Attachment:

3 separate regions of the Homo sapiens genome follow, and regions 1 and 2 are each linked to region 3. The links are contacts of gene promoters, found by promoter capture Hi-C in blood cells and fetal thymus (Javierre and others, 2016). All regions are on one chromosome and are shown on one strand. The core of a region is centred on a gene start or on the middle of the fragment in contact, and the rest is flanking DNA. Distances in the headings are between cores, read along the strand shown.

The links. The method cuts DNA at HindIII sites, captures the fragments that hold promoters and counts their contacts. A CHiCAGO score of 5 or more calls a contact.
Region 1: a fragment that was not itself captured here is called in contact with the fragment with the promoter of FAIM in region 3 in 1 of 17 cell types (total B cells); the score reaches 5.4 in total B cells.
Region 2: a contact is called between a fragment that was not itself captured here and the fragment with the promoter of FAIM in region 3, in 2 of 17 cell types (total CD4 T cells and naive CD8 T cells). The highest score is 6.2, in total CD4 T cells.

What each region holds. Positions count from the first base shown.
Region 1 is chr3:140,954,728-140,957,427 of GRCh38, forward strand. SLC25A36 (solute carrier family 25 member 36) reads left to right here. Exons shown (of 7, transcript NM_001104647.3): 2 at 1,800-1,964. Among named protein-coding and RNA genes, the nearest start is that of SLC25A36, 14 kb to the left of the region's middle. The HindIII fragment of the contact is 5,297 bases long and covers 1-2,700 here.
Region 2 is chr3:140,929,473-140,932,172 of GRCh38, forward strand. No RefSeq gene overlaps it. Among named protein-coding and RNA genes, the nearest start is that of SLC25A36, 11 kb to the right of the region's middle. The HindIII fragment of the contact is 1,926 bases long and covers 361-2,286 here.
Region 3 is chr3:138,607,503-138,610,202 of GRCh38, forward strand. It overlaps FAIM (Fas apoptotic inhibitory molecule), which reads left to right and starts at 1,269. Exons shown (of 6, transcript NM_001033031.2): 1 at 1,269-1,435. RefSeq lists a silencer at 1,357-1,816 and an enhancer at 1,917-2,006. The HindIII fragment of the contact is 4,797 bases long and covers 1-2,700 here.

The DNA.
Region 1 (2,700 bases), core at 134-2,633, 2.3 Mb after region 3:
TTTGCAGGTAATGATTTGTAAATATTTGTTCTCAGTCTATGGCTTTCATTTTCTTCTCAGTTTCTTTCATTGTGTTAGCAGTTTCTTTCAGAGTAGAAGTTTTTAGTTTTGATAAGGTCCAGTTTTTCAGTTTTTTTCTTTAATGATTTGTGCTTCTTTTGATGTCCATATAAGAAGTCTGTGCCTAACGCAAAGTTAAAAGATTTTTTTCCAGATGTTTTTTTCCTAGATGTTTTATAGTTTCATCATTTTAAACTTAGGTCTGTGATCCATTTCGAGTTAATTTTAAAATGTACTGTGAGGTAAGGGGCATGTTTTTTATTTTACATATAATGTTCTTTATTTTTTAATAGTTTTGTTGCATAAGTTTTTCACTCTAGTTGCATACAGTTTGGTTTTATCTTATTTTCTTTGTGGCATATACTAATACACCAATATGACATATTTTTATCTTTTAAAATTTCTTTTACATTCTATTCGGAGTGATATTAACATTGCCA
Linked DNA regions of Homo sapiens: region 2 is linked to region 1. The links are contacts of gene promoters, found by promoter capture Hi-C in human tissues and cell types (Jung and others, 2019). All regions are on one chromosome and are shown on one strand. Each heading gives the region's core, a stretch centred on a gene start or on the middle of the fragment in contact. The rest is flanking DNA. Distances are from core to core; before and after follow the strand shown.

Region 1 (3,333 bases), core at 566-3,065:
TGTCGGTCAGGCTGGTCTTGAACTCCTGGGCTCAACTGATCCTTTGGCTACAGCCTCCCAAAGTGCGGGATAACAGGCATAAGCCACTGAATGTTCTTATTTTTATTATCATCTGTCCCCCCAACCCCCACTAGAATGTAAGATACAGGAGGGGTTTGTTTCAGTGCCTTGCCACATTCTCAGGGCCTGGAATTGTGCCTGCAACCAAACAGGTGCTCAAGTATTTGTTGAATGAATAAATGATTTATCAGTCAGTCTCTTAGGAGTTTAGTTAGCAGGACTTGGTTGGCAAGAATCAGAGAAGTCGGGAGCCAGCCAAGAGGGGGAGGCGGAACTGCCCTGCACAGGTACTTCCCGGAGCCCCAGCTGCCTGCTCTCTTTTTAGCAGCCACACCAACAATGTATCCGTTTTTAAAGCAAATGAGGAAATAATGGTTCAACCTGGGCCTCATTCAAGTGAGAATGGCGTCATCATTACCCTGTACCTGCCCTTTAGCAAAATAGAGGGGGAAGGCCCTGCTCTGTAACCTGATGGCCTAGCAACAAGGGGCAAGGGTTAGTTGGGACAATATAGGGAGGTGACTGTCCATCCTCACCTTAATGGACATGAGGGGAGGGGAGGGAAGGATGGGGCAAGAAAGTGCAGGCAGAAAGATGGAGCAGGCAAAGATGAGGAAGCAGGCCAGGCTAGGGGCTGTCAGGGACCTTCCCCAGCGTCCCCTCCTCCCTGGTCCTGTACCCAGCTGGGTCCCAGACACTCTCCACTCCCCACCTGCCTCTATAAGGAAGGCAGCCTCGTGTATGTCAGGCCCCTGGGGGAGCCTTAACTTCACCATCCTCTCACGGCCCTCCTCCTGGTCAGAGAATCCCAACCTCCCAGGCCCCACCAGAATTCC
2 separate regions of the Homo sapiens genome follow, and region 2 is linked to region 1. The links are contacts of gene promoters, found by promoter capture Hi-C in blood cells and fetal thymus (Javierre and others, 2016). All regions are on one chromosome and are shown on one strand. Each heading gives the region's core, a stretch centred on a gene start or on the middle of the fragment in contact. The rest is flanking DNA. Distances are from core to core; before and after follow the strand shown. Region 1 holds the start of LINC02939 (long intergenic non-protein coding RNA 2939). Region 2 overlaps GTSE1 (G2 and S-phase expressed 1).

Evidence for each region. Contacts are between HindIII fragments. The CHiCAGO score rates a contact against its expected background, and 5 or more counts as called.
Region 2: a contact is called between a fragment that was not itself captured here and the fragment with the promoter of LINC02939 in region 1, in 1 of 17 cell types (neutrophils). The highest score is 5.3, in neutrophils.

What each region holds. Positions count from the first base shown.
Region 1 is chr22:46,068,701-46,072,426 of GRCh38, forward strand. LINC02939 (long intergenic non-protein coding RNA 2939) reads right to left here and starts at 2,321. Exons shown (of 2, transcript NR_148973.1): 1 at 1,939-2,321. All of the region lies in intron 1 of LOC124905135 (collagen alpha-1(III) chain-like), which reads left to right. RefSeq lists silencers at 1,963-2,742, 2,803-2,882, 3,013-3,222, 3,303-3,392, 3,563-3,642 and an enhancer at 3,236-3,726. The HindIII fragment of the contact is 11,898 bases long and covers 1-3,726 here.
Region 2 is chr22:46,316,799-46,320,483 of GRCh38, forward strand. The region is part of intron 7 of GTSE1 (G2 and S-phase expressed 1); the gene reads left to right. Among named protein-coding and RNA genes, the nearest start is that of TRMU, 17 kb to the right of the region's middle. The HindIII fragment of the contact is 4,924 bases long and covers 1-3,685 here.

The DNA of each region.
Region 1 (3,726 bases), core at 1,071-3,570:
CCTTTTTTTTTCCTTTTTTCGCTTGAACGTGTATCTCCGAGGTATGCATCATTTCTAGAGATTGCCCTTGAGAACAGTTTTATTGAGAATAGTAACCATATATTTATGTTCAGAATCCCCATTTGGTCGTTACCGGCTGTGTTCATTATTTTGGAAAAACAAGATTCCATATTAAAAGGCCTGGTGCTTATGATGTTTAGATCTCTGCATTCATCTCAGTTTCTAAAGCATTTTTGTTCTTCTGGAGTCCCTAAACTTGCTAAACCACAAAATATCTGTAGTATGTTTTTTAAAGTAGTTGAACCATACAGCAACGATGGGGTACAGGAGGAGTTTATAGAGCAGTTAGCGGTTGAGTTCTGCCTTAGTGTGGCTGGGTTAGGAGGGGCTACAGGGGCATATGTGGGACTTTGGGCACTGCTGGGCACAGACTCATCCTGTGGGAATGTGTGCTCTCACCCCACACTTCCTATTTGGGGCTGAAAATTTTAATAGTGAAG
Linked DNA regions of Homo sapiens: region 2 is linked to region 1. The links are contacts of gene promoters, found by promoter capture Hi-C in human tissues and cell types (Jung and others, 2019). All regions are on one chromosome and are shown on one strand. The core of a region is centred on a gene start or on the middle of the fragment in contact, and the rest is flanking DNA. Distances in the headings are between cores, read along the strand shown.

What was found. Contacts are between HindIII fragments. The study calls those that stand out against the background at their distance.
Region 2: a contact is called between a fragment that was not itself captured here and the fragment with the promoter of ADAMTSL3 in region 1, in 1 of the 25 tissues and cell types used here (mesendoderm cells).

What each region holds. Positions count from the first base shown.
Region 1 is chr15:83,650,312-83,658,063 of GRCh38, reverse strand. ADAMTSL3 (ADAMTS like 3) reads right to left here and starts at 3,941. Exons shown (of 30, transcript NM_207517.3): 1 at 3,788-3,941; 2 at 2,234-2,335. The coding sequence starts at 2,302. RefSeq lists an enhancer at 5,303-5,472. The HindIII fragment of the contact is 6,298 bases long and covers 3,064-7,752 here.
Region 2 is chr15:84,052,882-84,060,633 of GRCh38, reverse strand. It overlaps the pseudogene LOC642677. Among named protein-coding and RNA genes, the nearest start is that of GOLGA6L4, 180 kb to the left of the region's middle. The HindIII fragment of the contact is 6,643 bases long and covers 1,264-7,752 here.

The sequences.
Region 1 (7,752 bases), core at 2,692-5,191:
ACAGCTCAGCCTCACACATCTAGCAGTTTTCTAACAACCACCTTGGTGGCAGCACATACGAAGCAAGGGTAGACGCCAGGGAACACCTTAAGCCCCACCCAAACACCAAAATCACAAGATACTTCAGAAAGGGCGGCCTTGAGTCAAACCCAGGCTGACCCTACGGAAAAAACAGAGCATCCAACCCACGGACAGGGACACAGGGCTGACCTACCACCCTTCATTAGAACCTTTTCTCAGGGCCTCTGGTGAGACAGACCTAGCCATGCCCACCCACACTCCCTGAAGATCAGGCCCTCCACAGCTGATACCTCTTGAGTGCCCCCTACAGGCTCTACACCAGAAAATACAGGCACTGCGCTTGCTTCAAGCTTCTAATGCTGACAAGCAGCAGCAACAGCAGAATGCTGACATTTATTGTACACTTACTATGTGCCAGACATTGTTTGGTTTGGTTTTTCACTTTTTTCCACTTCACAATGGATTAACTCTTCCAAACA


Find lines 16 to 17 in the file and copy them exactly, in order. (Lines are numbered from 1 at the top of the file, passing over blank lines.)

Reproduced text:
Evidence for each region. Contacts are between HindIII fragments. The CHiCAGO score rates a contact against its expected background, and 5 or more counts as called.
Region 2: a contact is called between a fragment that was not itself captured here and the fragment with the promoter of LINC02939 in region 1, in 1 of 17 cell types (neutrophils). The highest score is 5.3, in neutrophils.